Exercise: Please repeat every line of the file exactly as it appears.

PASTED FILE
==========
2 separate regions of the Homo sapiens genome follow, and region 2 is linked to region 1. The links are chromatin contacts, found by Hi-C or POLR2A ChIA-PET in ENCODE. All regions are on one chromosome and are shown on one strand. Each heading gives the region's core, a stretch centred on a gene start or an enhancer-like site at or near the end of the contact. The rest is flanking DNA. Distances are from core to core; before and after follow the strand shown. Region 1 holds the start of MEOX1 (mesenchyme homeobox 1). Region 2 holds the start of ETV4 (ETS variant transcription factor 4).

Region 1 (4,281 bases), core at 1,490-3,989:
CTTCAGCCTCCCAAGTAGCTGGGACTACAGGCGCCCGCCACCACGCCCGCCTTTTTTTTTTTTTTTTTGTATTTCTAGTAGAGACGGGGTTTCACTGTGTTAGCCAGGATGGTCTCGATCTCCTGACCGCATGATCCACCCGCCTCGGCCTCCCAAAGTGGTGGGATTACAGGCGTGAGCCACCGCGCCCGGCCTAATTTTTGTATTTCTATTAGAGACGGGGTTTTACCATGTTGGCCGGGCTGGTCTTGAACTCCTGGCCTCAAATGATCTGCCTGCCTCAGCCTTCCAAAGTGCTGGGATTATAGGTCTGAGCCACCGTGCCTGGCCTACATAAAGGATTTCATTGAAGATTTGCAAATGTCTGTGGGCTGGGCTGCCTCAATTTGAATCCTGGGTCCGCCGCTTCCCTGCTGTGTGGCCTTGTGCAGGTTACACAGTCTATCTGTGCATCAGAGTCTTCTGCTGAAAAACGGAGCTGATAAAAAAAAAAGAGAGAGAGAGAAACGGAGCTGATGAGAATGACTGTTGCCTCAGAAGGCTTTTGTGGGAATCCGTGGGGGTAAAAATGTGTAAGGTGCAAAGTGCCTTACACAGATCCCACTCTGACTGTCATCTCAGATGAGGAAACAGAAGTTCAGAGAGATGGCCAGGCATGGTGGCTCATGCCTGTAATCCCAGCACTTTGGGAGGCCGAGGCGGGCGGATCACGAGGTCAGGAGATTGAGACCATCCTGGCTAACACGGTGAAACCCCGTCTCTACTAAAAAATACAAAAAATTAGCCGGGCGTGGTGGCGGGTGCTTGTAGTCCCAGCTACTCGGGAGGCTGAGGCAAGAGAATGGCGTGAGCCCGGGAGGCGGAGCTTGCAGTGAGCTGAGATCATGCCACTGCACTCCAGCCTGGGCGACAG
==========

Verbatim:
2 separate regions of the Homo sapiens genome follow, and region 2 is linked to region 1. The links are chromatin contacts, found by Hi-C or POLR2A ChIA-PET in ENCODE. All regions are on one chromosome and are shown on one strand. Each heading gives the region's core, a stretch centred on a gene start or an enhancer-like site at or near the end of the contact. The rest is flanking DNA. Distances are from core to core; before and after follow the strand shown. Region 1 holds the start of MEOX1 (mesenchyme homeobox 1). Region 2 holds the start of ETV4 (ETS variant transcription factor 4).

Region 1 (4,281 bases), core at 1,490-3,989:
CTTCAGCCTCCCAAGTAGCTGGGACTACAGGCGCCCGCCACCACGCCCGCCTTTTTTTTTTTTTTTTTGTATTTCTAGTAGAGACGGGGTTTCACTGTGTTAGCCAGGATGGTCTCGATCTCCTGACCGCATGATCCACCCGCCTCGGCCTCCCAAAGTGGTGGGATTACAGGCGTGAGCCACCGCGCCCGGCCTAATTTTTGTATTTCTATTAGAGACGGGGTTTTACCATGTTGGCCGGGCTGGTCTTGAACTCCTGGCCTCAAATGATCTGCCTGCCTCAGCCTTCCAAAGTGCTGGGATTATAGGTCTGAGCCACCGTGCCTGGCCTACATAAAGGATTTCATTGAAGATTTGCAAATGTCTGTGGGCTGGGCTGCCTCAATTTGAATCCTGGGTCCGCCGCTTCCCTGCTGTGTGGCCTTGTGCAGGTTACACAGTCTATCTGTGCATCAGAGTCTTCTGCTGAAAAACGGAGCTGATAAAAAAAAAAGAGAGAGAGAGAAACGGAGCTGATGAGAATGACTGTTGCCTCAGAAGGCTTTTGTGGGAATCCGTGGGGGTAAAAATGTGTAAGGTGCAAAGTGCCTTACACAGATCCCACTCTGACTGTCATCTCAGATGAGGAAACAGAAGTTCAGAGAGATGGCCAGGCATGGTGGCTCATGCCTGTAATCCCAGCACTTTGGGAGGCCGAGGCGGGCGGATCACGAGGTCAGGAGATTGAGACCATCCTGGCTAACACGGTGAAACCCCGTCTCTACTAAAAAATACAAAAAATTAGCCGGGCGTGGTGGCGGGTGCTTGTAGTCCCAGCTACTCGGGAGGCTGAGGCAAGAGAATGGCGTGAGCCCGGGAGGCGGAGCTTGCAGTGAGCTGAGATCATGCCACTGCACTCCAGCCTGGGCGACAG